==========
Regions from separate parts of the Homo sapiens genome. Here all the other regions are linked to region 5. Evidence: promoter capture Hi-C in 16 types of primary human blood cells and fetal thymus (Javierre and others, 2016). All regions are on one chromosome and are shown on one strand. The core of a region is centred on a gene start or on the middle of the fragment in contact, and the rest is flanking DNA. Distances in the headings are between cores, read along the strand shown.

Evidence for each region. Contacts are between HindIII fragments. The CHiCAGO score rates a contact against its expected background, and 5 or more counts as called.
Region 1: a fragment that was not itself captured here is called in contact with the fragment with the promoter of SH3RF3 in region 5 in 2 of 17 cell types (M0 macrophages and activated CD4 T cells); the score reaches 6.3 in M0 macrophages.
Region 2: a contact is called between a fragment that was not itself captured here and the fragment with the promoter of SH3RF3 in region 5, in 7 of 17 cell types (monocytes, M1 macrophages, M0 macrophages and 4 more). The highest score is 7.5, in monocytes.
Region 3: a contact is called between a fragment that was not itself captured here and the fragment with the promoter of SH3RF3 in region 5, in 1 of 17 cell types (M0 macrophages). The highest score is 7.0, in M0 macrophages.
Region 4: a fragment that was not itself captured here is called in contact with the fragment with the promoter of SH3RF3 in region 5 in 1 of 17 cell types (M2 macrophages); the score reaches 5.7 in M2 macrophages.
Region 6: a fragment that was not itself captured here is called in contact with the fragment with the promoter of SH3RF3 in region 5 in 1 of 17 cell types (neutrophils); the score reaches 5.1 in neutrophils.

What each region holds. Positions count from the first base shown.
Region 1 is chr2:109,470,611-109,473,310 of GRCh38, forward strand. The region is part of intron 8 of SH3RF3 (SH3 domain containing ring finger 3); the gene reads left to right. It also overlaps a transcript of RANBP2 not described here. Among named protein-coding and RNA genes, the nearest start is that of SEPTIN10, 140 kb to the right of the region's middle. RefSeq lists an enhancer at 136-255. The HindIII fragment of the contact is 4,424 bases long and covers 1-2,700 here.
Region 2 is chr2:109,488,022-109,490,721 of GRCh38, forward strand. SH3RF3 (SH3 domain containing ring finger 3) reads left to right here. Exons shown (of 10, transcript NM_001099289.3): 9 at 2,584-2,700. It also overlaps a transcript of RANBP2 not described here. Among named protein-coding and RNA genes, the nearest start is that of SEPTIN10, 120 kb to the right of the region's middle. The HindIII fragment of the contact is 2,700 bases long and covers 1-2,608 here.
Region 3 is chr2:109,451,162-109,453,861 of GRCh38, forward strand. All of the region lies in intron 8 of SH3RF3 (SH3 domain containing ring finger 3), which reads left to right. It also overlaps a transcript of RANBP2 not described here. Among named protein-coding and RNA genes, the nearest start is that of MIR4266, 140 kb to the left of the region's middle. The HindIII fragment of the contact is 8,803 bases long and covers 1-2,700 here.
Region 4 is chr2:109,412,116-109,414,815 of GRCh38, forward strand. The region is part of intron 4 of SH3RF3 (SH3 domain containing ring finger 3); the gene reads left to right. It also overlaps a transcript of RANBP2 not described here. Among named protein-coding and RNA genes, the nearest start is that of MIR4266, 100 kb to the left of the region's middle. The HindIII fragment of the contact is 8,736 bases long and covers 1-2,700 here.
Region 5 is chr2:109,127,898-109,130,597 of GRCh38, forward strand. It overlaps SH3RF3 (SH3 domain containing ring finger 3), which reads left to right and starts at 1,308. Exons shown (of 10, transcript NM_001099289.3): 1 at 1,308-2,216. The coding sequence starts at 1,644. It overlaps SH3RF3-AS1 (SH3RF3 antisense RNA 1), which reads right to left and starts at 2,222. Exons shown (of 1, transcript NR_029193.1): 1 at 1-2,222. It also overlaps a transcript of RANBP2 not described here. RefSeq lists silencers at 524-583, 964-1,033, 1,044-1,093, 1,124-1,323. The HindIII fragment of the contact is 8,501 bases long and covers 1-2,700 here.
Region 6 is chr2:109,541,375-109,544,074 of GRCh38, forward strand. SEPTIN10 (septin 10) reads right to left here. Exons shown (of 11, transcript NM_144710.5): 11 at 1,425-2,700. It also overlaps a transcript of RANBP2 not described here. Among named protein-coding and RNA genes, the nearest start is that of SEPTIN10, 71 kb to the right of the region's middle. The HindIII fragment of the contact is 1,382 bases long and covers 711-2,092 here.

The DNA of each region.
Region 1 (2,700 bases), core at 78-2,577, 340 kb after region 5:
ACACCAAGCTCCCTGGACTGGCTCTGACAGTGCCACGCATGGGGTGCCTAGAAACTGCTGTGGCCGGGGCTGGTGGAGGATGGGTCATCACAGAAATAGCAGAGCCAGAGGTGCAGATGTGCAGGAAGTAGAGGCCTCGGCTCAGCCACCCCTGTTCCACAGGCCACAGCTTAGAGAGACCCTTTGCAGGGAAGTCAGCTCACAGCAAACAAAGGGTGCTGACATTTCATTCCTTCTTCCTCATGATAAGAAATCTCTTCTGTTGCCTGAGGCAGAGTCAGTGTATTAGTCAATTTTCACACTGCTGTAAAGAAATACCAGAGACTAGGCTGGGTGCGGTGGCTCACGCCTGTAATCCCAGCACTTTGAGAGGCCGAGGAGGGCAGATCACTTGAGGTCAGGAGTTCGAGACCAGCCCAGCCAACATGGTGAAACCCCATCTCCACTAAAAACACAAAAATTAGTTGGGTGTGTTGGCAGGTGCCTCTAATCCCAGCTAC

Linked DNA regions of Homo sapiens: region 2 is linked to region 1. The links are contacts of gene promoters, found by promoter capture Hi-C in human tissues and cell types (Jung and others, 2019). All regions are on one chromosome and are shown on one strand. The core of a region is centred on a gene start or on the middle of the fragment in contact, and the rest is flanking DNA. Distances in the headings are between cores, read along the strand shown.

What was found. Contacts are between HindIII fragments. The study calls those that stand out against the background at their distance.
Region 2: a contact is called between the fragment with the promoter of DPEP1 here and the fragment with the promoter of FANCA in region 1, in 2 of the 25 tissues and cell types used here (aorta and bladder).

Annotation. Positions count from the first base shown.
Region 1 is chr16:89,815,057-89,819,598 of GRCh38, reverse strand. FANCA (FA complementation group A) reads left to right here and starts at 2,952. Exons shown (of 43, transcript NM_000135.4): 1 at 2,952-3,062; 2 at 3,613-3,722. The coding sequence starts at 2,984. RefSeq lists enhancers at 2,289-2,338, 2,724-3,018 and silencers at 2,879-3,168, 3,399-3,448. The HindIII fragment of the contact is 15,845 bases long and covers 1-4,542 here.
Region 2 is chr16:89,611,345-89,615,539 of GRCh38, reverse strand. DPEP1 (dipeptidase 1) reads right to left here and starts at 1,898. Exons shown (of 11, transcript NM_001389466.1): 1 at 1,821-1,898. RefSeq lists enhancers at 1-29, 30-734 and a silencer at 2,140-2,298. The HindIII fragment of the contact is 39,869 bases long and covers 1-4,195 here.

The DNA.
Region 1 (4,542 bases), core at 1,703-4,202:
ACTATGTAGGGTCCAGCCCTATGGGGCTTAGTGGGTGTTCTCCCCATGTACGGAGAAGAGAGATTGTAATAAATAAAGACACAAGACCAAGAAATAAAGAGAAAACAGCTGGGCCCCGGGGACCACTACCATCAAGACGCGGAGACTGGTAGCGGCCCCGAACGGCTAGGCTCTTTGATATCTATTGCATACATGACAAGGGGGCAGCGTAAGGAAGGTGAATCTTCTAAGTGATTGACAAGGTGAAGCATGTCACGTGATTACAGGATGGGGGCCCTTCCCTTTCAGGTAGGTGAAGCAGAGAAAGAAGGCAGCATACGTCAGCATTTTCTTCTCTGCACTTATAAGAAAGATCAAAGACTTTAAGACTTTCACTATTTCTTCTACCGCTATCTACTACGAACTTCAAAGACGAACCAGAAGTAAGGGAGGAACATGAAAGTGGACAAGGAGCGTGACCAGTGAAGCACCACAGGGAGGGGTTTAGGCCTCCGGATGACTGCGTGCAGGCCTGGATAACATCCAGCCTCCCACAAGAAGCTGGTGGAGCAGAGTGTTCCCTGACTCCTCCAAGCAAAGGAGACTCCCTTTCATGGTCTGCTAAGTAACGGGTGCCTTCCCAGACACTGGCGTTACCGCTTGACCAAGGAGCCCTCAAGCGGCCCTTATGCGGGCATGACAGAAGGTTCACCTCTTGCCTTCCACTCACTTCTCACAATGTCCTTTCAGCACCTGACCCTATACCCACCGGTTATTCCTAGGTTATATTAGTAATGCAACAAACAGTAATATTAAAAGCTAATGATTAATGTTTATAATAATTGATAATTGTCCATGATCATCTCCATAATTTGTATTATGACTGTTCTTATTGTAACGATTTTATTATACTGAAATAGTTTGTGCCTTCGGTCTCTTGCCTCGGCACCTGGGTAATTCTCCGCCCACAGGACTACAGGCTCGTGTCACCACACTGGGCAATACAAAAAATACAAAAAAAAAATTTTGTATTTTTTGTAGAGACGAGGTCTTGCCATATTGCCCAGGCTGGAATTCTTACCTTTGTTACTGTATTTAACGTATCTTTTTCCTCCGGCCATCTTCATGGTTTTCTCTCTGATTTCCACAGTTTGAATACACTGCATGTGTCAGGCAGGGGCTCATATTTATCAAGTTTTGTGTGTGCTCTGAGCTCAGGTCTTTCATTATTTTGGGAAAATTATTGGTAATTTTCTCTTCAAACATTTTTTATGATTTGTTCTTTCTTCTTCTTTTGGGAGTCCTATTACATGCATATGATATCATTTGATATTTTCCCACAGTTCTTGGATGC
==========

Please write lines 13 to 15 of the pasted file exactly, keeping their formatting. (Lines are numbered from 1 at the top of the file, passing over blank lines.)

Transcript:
Region 5 is chr2:109,127,898-109,130,597 of GRCh38, forward strand. It overlaps SH3RF3 (SH3 domain containing ring finger 3), which reads left to right and starts at 1,308. Exons shown (of 10, transcript NM_001099289.3): 1 at 1,308-2,216. The coding sequence starts at 1,644. It overlaps SH3RF3-AS1 (SH3RF3 antisense RNA 1), which reads right to left and starts at 2,222. Exons shown (of 1, transcript NR_029193.1): 1 at 1-2,222. It also overlaps a transcript of RANBP2 not described here. RefSeq lists silencers at 524-583, 964-1,033, 1,044-1,093, 1,124-1,323. The HindIII fragment of the contact is 8,501 bases long and covers 1-2,700 here.
Region 6 is chr2:109,541,375-109,544,074 of GRCh38, forward strand. SEPTIN10 (septin 10) reads right to left here. Exons shown (of 11, transcript NM_144710.5): 11 at 1,425-2,700. It also overlaps a transcript of RANBP2 not described here. Among named protein-coding and RNA genes, the nearest start is that of SEPTIN10, 71 kb to the right of the region's middle. The HindIII fragment of the contact is 1,382 bases long and covers 711-2,092 here.

The DNA of each region.